Bruce McAvaney

Bruce William McAvaney OAM (born 22 June 1953 in Ferryden Park, South Australia) is an Australian sports broadcaster with the Seven Network. McAvaney has presented high-profile events including the AFL Grand Final, Melbourne Cup, Australian Open and Summer Olympics, as well as annual special events such as the Brownlow Medal. McAvaney is well known for his commentary of AFL matches as well as covering every Summer Olympic Games from Moscow 1980 until Rio 2016.[1]

Bruce McAvaney
Bruce 28.02.20.jpg
McAvaney in February 2020
Bruce William McAvaney

(1953-06-22) 22 June 1953 (age 67)
Other namesMr Olympics, Macca
OccupationSports broadcaster
Years active1976−present
EmployerSeven Network
Known forBroadcasting many sporting events including:
ChildrenSam, Alexandra

Early yearsEdit

The son of an Adelaide accountant, McAvaney developed an early interest in sport and race calling.[2] After attending Woodville High School[2] (and failing Year 12)[3] he spent five years as a Telecom clerk.[4] Then in 1976 during a day off work, McAvaney travelled to Kilmore, Victoria to bet on some races. There, he met Kevin Hillier, an Adelaide race caller, who suggested McAvaney help him out back in Adelaide.[4] This launched his career in the sports media, joining Adelaide radio station 5DN, calling horse races and later hosting a sports show.[2][4]

Television careerEdit

McAvaney moved to television in 1978,[2] when he joined Adelaide station ADS-7 to read sport news and produce the weekly Racetrack program. His career received a boost when colleague Sandy Roberts covered the 1980 Moscow Olympics for Seven,[5] and Bruce was chosen to host the Adelaide end of the telecast for the station.[6]

From 1981 until 1983, McAvaney was the chief sports presenter for Seven News in Adelaide. He was also the lead commentator for Seven's telecasts of the South Australian National Football League competition, calling the 1983 SANFL Grand Final with former player Robert Oatey. He also hosted the league's Magarey Medal telecasts.[citation needed]

In late 1983 he moved to Melbourne and joined Ten Melbourne to read sport news.[2] The following year he was the secondary host and commentated track and field events at the 1984 Los Angeles Olympics for the Ten Network.[6]

Between 1985 and 1988, McAvaney also called the Melbourne Cup and hosted various major sporting telecasts for Ten, including the 1986 Edinburgh Commonwealth Games,[2] the 1987 World Athletics Championships in Rome[2] and the 1988 IAAF Grand Prix in Berlin. McAvaney went on to co-host Ten's telecast of the 1988 Seoul Olympics,[6] a role which won him significant acclaim.[2]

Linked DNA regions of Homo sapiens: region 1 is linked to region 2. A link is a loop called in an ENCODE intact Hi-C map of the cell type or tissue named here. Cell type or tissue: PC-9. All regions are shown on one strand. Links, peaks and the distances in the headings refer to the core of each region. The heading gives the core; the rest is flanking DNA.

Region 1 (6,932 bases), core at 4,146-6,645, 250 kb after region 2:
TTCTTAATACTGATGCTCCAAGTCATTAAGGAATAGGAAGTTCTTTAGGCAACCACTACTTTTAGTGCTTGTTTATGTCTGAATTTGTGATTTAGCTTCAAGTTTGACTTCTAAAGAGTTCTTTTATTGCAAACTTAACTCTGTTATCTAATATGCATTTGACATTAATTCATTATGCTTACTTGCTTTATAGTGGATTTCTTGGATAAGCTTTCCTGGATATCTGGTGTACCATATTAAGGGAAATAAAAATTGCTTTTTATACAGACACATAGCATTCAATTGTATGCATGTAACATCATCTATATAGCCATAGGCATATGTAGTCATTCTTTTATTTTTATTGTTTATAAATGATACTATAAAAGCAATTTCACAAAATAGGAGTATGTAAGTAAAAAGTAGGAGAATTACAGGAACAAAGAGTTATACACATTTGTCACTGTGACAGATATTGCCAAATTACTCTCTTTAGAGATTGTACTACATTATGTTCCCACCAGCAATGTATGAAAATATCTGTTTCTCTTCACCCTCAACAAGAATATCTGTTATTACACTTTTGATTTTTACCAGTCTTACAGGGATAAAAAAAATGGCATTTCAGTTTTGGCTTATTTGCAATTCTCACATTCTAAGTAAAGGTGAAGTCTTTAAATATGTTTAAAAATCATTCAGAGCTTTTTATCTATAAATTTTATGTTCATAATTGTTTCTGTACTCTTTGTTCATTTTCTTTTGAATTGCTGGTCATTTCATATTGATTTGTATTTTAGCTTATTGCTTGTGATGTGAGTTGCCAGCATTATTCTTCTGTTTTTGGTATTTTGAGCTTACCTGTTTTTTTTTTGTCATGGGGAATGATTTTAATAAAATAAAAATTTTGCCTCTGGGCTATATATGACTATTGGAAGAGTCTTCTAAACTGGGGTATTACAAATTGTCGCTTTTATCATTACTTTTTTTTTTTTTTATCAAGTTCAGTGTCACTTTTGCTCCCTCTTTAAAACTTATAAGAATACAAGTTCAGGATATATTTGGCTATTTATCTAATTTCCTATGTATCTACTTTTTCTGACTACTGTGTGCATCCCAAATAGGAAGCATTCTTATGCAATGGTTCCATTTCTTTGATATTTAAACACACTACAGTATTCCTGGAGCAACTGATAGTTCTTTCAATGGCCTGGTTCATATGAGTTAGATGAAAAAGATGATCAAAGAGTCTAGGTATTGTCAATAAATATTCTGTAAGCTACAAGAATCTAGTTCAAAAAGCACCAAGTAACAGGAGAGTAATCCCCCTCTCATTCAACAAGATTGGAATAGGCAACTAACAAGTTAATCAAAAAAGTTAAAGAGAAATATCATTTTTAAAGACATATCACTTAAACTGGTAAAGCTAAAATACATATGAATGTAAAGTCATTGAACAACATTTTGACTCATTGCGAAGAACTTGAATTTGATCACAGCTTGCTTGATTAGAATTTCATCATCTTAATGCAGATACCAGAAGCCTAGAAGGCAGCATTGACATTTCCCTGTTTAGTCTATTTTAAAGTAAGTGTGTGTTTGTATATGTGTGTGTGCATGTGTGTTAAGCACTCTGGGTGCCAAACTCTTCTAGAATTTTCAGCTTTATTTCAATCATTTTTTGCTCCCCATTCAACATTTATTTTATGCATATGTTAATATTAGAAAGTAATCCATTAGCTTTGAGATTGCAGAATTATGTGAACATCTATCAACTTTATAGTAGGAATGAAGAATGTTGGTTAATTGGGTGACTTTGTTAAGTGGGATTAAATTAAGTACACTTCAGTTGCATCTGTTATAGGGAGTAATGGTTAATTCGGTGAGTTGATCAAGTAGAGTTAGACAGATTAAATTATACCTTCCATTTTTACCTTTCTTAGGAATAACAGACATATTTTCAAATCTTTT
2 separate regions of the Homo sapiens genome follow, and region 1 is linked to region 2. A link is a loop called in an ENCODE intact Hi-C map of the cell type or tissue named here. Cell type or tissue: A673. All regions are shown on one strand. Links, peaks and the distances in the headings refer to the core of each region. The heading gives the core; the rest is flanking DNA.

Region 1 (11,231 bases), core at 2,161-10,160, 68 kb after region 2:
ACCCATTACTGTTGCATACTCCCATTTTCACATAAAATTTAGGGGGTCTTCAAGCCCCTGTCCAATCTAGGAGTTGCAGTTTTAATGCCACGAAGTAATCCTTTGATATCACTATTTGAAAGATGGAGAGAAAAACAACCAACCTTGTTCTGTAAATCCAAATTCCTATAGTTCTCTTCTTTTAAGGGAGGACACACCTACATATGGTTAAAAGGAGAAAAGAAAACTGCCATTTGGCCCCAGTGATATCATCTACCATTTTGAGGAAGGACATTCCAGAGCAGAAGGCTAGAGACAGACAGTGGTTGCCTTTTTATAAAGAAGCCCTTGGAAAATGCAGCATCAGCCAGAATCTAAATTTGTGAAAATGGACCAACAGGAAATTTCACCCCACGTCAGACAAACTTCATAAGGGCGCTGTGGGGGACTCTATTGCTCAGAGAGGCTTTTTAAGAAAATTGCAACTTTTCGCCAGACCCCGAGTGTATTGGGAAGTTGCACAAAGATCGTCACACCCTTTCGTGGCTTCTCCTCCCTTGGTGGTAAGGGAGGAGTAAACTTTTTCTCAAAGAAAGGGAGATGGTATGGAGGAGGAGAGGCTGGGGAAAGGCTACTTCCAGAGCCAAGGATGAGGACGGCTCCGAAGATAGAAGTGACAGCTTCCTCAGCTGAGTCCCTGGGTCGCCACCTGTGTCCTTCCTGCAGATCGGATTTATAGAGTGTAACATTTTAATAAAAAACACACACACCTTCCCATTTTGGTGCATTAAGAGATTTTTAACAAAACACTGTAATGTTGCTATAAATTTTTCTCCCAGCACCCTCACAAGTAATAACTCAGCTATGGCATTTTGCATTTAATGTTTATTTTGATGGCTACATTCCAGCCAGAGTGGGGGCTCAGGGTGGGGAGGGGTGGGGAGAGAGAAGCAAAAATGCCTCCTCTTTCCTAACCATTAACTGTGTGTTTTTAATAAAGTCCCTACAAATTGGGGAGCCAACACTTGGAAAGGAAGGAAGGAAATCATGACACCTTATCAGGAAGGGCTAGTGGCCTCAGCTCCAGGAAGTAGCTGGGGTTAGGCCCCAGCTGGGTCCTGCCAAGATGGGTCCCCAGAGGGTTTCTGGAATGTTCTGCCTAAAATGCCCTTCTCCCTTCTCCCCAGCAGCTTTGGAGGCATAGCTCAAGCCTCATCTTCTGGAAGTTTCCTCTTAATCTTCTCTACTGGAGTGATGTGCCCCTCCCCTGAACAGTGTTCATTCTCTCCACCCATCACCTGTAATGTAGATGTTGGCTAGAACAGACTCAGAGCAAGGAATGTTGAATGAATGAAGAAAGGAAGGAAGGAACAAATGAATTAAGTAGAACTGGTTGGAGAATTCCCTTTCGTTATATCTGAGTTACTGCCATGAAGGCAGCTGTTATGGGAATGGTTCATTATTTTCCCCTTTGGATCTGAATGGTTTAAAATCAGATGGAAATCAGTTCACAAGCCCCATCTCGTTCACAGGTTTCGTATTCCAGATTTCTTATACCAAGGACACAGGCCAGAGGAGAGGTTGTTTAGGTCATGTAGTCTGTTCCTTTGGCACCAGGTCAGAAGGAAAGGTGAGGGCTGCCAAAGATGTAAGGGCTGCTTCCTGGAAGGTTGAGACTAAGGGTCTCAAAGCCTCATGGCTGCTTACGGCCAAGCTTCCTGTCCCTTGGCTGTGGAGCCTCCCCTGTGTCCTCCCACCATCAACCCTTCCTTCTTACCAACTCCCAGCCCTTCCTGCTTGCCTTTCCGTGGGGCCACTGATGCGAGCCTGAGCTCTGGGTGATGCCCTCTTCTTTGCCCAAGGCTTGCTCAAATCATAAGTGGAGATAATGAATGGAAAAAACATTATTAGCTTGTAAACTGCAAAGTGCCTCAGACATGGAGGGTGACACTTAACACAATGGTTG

In 1989, McAvaney negotiated a two-year premature end to his contract with Ten, and returned to the Seven Network on the condition that he could cover the 1992 Olympics.[2]

Since his return to Seven, McAvaney has hosted and called a broad range of the network's sports coverage, including the Melbourne Cup, World Athletics Championships, Motor Racing, the Australian Open Tennis, Australian Masters Golf and all Summer Olympic Games from Barcelona 1992 to Rio 2016, except London 2012 (because Seven did not have the rights to those Games). His extensive history covering Olympic Games has led to the nickname "Mr Olympics".[7]

In an interview with the Herald Sun, McAvaney announced informally that he would no longer commentate Men's games at the Australian Open, so he can optimise his health over summer and for other sport events. McAvaney had been calling the Open since 1990 and been chief caller alongside Jim Courier since 2005. 2017 was only the second time he had missed the tournament, attributing that later to his cancer diagnosis.

McAvaney was the MC of the Brownlow Medal for over two decades (though at different time periods), between 1990 and 2018.


McAvaney was awarded a Medal of the Order of Australia (OAM) in June 2002 for service to sports broadcasting, and to the community through charitable and sporting organisations.[8] He was also inducted into the Sport Australia Hall of Fame in that year.[9]

Personal lifeEdit

McAvaney's first marriage, to Merry,[3] lasted from 1983 to 1991.[2] He met his second wife Anne Johnson, a television journalist and producer, in 1993 while making the show Seasons.[2] With her, he has two children, Sam and Alexandra.[8] He moved his family from Melbourne back to his home town of Adelaide in 1999.[10]

In March 2017 McAvaney revealed he had been diagnosed with chronic lymphocytic leukaemia.[11][12]


  1. ^ Rebekah Devlin, "Bruce McAvaney re-signs with Channel Seven" AdelaideNow, 7 October 2011
  2. ^ a b c d e f g h i j k Aisbett, Norman (7 February 1998). "Run, Bruce, Run". The West Australian. p. 1.
  3. ^ a b Hunt, Nigel (21 May 2006). "Bruce McAvaney: Hedging his bets". Sunday Mail. News Limited. p. 46.
  4. ^ a b c Le Grand, Chip (17 August 2000). "Patriot Games". The Australian.
  5. ^ McAvaney, Bruce (19 September 1993). "Calling the games". Sun Herald. p. 27.
  6. ^ a b c Maguire, Tory (11 August 2008). "Spruce Bruce brings the Olympics to life". The Daily Telegraph. News Limited. p. 24.
  7. ^ Browne, Rachel (1 August 1999). "Bruce's Babes". The Sun-Herald. p. 9.
  8. ^ a b Jameson, Neil (26 July 2008). "The call guy". Newcastle Herald. p. 12.
  9. ^ "Bruce McAvaney OAM". Sport Australia Hall of Fame. Retrieved 24 November 2013.
  10. ^ Vickery, Colin (6 August 2008). "The ultimate in 'special'". Herald Sun. News Limited. p. 8.
  11. ^ Coster, Alice (17 March 2017). "Bruce McAvaney reveals he is battling leukaemia". Herald Sun. Retrieved 17 March 2017.
  12. ^ "Commentator McAvaney reveals cancer battle". ABC News. 17 March 2017. Retrieved 6 November 2019.